Boston Globe columnist Shirley Leung doesn’t let her Olympic-class credulity stop her from masquerading as a journalist. Perhaps that’s why she’s so hard on others who are more cognizant of human frailty and limitations. In her rambling elegy for the recidivist liars at Boston 2024, Leung offered a parting swipe at opponents, writing that “There’ll be regret from everyday residents who, unlike some Olympic opponents, didn’t have the time or drive to take to Twitter hundreds of times a week to say they believe that Boston is big enough to attract the Games.”
Ignore, for the moment, the suggestion that we can obtain any special insight into the needs of “everyday residents” of Boston from a suburbanite absentee landlord who sometimes seems to forget that she lives in Massachusetts. Let’s focus on her claim—echoing Boston Mayor Marty Walsh—that opponents simply tweeted into the void while Boston 2024 mysteriously ran aground of its own accord.
As an official member of the "ten people on Twitter" (per the Associated Press), who Mayor Walsh said made up most of the opposition to Boston 2024, let me set the record straight.
First, “everyday residents” overwhelmingly did not want the Olympics, as opinion polls have consistently shown. In fact, United States Olympic Committee CEO Scott Blackmun cited the lack of public support as the reason for pulling the Boston 2024 Olympic bid.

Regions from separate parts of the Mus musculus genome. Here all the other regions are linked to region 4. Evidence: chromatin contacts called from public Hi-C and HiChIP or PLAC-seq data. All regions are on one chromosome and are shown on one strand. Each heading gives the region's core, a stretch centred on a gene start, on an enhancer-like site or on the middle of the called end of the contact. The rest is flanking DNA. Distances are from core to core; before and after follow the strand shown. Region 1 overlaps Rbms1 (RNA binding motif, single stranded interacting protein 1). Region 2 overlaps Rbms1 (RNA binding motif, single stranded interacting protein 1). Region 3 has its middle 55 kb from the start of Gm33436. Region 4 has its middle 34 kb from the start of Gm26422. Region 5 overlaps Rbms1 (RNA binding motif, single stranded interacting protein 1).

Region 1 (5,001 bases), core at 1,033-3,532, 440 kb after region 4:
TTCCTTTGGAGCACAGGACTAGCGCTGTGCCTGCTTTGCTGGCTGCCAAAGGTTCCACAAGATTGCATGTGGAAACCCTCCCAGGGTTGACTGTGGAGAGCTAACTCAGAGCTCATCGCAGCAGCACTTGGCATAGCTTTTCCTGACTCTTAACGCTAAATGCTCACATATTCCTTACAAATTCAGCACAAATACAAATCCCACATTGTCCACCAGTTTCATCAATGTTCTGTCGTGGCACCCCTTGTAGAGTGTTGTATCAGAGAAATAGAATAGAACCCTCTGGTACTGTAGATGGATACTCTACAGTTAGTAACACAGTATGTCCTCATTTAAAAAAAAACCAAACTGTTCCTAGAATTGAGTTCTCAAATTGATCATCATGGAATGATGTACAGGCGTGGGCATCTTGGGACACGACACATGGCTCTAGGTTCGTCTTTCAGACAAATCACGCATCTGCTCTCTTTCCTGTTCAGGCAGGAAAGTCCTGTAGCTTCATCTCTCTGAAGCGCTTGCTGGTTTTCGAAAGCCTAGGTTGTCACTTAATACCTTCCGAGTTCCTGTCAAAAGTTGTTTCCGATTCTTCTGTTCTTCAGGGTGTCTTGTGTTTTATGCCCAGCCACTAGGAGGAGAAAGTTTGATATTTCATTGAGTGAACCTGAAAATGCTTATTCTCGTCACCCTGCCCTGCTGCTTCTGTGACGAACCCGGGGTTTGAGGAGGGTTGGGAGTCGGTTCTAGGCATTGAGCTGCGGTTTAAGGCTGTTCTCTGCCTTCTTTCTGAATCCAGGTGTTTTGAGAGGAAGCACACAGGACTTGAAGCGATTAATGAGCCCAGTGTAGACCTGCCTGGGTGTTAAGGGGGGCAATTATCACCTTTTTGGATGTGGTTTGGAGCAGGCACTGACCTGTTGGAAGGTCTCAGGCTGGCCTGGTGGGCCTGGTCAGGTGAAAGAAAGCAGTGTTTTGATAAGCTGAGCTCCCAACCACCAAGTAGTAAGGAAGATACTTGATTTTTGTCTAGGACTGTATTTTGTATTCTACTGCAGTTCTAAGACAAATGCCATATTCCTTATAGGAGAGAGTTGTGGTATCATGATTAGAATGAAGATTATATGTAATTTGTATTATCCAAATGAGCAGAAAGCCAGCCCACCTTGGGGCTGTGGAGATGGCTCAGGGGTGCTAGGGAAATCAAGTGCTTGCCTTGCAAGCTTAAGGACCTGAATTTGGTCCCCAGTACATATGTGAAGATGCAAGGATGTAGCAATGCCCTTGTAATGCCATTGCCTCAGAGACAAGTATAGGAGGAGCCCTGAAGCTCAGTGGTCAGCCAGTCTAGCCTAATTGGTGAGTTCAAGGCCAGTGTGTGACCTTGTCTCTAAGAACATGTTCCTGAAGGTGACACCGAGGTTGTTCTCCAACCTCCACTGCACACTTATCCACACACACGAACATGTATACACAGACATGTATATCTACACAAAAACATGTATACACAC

Second—and you’d think a “journalist” would know this—not everything happens in public. In other words, it’s possible to tweet and chew gum at the same time. While we were tweeting, some of us were also submitting public records requests, appealing denials of those requests, pointing journalists in the right direction, and, you know, actually reading Boston 2024's Olympic bid long before Mayor Walsh did. Others were attending public meetings, hosting public meetings, presenting to legislators, and engaging in non-violent protest. And, unlike our lavishly compensated counterparts, not a single opponent drew a dollar in salary for the countless hours of work they put in (and are still putting in).
Third, Twitter played a crucial role but not simply as a place to state our opinions. Among other things, we used Twitter to find like-minded people, communicate with journalists, fact-check US Olympic Committee flacks, suggest questions to be asked at public hearings, and remind public officials about their subpoena powers.
Boston 2024’s social media failures were a key factor in its demise. And one day soon, media outlets, including the Globe, should recognize that social media illiteracy is equally disqualifying for journalists.